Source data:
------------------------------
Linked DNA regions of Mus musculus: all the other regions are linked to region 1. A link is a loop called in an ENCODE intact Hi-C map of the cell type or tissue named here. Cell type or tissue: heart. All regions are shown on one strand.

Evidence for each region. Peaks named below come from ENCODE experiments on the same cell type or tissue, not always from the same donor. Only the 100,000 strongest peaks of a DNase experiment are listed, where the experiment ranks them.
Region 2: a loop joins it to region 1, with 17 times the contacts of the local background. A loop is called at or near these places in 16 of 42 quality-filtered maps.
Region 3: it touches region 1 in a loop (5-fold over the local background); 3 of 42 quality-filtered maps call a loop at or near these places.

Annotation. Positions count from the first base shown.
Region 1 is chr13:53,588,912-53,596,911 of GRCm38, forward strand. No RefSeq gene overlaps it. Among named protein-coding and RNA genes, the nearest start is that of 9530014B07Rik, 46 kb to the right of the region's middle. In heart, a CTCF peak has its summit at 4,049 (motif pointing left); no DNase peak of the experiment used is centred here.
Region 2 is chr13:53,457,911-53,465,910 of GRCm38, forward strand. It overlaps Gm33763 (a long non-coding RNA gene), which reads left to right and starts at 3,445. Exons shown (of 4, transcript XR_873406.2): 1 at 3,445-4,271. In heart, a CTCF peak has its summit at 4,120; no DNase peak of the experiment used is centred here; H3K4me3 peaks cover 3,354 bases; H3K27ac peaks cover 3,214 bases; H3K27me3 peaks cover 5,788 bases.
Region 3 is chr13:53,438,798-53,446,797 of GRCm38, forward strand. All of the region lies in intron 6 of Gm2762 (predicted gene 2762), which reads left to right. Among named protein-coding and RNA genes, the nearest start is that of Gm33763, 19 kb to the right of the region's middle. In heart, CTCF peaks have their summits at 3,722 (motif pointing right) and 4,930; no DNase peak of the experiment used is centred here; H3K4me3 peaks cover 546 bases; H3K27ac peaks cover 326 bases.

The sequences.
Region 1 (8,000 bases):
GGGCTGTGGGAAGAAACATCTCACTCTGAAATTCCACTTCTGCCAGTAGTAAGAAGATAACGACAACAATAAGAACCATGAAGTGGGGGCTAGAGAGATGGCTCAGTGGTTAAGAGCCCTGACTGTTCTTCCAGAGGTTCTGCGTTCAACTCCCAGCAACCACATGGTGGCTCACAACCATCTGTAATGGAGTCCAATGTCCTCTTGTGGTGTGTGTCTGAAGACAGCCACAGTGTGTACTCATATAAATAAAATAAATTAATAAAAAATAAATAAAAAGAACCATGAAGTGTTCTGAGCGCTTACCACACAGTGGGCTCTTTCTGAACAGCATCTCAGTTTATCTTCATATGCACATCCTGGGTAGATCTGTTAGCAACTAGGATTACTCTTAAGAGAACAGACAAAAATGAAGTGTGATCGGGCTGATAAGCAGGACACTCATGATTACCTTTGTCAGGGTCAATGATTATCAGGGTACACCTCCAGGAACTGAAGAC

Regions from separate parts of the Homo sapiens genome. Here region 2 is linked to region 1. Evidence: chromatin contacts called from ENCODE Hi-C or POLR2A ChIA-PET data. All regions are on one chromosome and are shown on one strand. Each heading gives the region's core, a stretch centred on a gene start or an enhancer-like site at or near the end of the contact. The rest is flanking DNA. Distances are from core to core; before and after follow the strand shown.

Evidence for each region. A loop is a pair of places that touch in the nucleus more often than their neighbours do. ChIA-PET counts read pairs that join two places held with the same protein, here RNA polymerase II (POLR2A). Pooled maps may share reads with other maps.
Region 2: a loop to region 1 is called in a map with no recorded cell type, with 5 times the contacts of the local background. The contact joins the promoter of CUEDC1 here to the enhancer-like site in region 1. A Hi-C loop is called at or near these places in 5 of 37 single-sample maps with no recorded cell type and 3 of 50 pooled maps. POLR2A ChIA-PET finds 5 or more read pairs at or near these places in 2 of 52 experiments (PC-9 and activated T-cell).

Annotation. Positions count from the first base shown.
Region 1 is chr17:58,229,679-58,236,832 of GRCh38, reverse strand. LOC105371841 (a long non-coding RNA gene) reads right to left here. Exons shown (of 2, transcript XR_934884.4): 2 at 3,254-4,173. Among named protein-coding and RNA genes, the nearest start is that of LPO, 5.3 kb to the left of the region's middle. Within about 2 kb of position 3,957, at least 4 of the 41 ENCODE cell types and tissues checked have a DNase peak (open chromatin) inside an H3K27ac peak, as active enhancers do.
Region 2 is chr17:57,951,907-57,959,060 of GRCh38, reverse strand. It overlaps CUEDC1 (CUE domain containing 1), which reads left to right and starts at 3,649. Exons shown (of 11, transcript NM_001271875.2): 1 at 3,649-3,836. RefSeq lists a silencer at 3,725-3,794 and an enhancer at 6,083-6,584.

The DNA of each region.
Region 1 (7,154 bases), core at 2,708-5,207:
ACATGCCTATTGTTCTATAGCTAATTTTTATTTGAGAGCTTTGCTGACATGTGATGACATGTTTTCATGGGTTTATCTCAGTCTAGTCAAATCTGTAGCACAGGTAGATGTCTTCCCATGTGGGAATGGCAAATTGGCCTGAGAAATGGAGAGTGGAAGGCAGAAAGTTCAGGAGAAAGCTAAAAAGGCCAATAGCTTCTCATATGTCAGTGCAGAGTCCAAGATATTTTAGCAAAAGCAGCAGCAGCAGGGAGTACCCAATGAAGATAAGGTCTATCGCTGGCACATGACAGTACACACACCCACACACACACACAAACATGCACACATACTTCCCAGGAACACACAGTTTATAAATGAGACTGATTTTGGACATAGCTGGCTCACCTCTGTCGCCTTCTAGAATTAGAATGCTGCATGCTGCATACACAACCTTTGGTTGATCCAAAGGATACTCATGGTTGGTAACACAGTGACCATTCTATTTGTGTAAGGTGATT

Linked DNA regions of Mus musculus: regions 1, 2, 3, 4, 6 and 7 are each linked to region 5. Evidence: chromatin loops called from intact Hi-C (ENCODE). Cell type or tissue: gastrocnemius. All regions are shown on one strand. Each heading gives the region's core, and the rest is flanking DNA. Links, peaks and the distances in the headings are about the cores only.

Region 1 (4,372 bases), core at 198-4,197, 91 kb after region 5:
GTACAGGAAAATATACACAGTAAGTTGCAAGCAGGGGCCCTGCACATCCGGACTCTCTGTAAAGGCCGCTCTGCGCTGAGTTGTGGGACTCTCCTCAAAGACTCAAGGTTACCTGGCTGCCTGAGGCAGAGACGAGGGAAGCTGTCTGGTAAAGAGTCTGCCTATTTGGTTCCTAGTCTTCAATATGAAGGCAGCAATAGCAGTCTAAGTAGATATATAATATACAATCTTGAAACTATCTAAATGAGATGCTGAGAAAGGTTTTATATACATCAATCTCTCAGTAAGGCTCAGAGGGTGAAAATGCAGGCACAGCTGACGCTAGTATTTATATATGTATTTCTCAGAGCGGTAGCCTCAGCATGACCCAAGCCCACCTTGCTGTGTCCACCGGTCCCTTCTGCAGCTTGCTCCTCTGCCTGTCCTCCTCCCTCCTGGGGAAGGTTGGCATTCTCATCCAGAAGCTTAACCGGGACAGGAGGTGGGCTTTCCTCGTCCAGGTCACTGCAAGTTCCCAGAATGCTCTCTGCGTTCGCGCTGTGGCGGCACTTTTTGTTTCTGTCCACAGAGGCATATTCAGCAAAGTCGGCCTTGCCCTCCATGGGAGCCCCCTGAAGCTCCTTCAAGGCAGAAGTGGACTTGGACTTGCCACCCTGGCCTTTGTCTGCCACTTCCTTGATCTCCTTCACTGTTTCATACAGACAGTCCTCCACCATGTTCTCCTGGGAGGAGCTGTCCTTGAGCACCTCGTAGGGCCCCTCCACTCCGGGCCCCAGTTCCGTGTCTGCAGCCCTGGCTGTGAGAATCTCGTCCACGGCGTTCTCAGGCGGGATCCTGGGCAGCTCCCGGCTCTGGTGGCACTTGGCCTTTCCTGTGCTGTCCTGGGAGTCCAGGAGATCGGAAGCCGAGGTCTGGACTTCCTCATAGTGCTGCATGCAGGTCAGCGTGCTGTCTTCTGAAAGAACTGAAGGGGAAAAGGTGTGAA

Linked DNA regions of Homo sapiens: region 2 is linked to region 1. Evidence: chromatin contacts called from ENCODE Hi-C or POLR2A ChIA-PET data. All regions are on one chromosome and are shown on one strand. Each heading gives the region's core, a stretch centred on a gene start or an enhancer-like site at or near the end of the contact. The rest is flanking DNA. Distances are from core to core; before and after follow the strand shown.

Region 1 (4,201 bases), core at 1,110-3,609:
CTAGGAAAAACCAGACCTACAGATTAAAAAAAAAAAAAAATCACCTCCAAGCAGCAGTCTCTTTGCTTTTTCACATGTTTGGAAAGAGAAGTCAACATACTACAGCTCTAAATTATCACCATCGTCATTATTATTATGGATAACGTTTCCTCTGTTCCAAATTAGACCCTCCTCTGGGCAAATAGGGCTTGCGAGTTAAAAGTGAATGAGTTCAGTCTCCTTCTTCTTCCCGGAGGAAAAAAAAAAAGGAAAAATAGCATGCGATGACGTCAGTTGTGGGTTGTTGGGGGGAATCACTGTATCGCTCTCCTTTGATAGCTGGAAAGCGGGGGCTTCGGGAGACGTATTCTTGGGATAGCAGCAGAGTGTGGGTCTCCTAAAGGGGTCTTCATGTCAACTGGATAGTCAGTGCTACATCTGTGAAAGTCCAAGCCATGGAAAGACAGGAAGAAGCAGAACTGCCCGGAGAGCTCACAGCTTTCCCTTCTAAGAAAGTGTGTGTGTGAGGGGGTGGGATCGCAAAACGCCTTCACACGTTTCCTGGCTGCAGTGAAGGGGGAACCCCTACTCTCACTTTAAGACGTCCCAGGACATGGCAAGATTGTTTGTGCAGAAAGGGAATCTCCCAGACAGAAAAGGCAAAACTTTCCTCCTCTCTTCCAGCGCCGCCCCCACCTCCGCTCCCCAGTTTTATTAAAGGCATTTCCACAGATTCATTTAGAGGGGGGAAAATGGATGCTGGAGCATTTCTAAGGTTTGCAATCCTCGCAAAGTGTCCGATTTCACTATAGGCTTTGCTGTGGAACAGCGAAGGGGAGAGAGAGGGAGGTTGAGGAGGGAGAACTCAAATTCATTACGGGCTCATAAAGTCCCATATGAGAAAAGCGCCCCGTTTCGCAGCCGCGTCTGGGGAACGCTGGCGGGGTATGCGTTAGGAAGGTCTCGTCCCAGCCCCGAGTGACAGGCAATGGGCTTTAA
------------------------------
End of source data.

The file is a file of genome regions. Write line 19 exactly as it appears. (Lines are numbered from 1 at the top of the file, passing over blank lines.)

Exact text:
Region 1 (7,154 bases), core at 2,708-5,207: